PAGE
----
Neonatal water and heat exchange : The influence of environmental factors and infant maturity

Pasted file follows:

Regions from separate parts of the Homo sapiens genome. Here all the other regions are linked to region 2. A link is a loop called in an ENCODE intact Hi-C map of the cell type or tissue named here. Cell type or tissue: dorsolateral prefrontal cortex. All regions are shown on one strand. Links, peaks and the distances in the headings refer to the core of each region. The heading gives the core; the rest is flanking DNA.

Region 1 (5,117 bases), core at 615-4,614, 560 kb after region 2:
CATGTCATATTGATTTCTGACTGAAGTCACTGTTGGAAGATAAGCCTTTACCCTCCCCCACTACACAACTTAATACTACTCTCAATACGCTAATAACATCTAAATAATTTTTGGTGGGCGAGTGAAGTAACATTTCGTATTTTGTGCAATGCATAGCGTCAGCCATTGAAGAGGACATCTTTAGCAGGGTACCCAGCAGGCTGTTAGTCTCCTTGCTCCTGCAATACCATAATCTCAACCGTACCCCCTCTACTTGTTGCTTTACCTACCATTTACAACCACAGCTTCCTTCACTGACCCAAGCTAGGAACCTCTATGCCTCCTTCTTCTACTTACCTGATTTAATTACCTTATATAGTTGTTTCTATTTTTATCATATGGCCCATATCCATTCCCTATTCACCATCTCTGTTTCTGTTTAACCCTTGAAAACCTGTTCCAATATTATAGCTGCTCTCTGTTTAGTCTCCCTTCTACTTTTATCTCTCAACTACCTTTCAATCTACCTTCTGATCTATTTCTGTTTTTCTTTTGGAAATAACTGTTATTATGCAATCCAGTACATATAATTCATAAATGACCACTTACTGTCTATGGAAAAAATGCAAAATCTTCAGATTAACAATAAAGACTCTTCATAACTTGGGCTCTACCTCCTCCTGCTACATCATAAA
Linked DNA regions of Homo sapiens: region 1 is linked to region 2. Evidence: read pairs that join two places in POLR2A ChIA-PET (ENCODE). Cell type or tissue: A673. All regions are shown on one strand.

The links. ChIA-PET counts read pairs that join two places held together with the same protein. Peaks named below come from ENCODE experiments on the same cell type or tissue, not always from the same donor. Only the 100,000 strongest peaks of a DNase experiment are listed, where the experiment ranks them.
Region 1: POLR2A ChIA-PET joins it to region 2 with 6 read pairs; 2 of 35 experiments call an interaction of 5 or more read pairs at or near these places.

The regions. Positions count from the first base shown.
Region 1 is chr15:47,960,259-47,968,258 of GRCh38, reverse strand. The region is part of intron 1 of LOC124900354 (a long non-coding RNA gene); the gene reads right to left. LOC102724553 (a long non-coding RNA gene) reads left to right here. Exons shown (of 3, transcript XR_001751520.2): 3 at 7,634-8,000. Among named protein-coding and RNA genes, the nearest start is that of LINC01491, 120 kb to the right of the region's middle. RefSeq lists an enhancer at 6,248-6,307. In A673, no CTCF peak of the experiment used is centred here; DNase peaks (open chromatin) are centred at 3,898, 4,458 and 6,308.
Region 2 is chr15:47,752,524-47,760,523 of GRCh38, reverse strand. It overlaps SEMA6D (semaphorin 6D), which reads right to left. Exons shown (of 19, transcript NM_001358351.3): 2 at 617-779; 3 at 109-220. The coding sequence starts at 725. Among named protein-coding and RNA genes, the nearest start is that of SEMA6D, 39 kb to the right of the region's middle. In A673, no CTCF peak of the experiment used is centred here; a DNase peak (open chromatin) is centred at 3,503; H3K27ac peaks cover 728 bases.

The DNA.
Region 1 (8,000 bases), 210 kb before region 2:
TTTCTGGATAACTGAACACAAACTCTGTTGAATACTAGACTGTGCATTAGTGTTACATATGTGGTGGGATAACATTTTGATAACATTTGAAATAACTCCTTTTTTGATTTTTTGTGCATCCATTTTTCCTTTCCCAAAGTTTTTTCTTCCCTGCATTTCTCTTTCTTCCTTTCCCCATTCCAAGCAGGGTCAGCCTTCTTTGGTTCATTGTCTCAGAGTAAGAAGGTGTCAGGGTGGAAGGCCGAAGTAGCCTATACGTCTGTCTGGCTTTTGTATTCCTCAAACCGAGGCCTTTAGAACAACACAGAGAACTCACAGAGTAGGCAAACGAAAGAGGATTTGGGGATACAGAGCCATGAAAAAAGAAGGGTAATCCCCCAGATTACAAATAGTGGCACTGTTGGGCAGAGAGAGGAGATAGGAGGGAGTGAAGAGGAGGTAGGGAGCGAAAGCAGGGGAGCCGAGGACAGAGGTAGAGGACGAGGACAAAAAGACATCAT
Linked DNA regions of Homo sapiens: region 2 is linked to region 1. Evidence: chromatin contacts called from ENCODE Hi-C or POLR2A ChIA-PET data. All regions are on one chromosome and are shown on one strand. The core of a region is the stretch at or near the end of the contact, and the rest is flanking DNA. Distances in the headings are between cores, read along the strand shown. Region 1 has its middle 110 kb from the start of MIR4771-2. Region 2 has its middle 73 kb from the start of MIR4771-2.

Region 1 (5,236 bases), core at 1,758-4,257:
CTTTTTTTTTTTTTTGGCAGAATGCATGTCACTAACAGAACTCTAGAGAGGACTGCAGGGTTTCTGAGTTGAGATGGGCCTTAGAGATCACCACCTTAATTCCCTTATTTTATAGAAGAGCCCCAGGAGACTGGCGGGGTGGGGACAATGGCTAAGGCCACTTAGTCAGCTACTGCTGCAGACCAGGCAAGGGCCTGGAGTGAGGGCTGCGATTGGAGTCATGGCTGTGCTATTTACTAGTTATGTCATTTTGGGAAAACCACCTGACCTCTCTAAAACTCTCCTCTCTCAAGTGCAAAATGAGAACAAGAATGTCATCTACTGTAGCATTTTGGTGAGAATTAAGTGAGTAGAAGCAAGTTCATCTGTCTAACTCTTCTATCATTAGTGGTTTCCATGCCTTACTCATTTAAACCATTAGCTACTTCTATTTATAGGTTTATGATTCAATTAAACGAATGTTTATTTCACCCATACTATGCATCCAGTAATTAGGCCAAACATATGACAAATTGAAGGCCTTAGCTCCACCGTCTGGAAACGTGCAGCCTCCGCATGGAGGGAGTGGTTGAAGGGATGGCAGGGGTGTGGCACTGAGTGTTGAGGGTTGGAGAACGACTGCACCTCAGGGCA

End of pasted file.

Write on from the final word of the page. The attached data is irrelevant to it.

Abstract: The environment provided by commonly used infant incubators, the effect of radiantheat and exposure to cold air on the exchange of water and heat between newborninfants and their environment, and the water loss through the skin of infants born at24-25 weeks of gestation were investigated. The evaporation of water from the skinwas measured by the gradient method. Respiratory water loss and oxygenconsumption was measured with a method for indirect calorimetry, equipped foranalysis of water vapour.Incubators with double walls and with the flow of air from the incubators heatsource directed between those walls had more homogenous air and inner hoodsurface temperature distributions. Term newborn infants exposed to a reducedambient air temperature reacted with an increase in respiratory water loss andoxygen consumption and a decrease in peripheral skin blood flow and skintemperature before central body temperature was affected, indicating an increasednon-shivering thermogenesis. Term and preterm infants nursed under a radiantheater had a increased rate of evaporation of water from the skin, which is due to thedifference in ambient humidity, and not to an effect of the non-ionising radiation onthe permeability of the skin. Term and preterm infants nursed in an incubator with anadded radiant heat source reacted with increased skin temperature and reducedradiative heat loss. In preterm infants born at 24 and 25 weeks of gestation,transepidermal water loss was high during the first two days after birth and thendecreased at a slower rate than previously reported for a group of slightly lesspreterm infants.

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